The Atlanta FED “nowcasts” GDP numbers. It’s just an algorithm/model that updates with each relevant data release. It’s not an official estimate, but many of us watch it.
They are now “nowcasting” around 1% GDP growth for Q2. That’s down but still positive. It has been declining with each new data release lately. So, I’m going to be very curious to see in early July where we really are in Q2 and what revisions they have for Q1. I expect a lot of revisions to Q1 numbers simply due to all the post-Covid noise, but I don’t have any expectation that the revisions will be positive or negative. I just think it’s a very noisy time so I can imagine a lot of revision will be needed.
What is more interesting to me – and something I’m watching in the news – is that markets and market participants don’t fully seem to accept the new reality yet. I still hear people comment that they don’t expect a recession or maybe next year. I still hear people comment that inflation peaked. But I look around and just don’t see it.
The Atlanta Now Cast shows the Now Cast versus the market expectations which they call the “Blue Chip Consensus”. The FED Now Case today predicts a little less than 1% GDP growth in Q2 this year. The market prediction is still almost 3%! I don’t get that. You can see it on their chart if you are curious (see footnote below).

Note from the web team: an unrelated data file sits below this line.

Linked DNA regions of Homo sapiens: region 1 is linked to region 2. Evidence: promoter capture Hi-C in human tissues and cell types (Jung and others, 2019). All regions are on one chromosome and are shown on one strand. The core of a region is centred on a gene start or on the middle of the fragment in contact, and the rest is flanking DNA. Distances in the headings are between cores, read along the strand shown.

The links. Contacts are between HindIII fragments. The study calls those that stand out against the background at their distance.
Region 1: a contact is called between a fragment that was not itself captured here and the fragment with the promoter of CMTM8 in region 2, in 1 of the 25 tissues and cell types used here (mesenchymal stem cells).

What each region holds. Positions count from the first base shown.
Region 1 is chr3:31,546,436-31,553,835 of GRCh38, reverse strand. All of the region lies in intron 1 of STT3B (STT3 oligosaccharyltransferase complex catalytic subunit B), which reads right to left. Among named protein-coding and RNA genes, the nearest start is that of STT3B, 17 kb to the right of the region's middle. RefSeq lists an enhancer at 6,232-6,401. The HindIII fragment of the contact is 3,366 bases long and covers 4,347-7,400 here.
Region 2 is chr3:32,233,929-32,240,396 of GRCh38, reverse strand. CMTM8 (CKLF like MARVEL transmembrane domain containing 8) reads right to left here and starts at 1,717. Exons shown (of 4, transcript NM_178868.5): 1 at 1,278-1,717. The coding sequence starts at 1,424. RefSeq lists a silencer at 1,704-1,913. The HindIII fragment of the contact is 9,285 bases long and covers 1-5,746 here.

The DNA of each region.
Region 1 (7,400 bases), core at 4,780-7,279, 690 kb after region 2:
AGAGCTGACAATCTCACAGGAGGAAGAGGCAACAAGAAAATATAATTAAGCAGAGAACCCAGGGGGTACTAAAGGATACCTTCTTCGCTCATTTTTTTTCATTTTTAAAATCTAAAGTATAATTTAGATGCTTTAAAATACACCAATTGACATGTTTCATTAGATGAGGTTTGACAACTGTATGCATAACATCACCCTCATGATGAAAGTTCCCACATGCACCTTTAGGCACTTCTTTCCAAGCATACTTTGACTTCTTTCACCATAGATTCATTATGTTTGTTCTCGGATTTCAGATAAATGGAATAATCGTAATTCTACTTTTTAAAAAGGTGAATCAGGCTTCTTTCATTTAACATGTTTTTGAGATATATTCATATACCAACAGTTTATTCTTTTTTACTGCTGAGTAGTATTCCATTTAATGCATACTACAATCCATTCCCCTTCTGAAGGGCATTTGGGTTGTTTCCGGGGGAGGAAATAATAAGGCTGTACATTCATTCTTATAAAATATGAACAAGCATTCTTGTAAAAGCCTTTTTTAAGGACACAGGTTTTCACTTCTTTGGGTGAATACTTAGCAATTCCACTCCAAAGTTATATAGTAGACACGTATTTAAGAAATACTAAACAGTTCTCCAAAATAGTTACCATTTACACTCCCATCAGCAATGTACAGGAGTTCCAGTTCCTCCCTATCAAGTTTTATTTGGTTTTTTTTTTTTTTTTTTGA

Around the 3% “Consensus” forecast they have an upper band of the most optimistic forecasts, now around 4.5%. And the lower band of pessimistic forecasts, now around 1.8%. These are way out of bounds from the purely mechanical Fed Now Cast prediction and I just find it strange.
This is why I worry that the bubble may suddenly burst. Somewhere market participants are still a little delusional about the state of things in my opinion. I’m sure good traders can make money on this, but as an economist, I think it says the shift from “okay” to “recession” will happen fast when that mental shift suddenly occurs.
It’s kind of like a patient who sees the medical results but still can’t fathom that they have a serious illness. When they do and when it finally sinks in, it hits them hard. That’s the sort of market realization I’m worrying about.
The Rest of the World: Europe
I’ll close with a note on Europe. The UK now has about 9% inflation. The EU 8% and the European Central Bank (ECB) is raising rates and announced it will cease buying bonds for the first time in years. This will be new territory. Even with the interest rate increase they announced for July, rates will be negative in the EU. But it is clear they will rise and continue to rise.
The case for the ECB to keep on this path is even stronger than it is for the Fed. The Fed has a dual mandate of price stability (i.e., “low inflation”) and low unemployment. But the ECB’s main objective is only price stability and it has a target of 2% inflation. It’s long over due to act.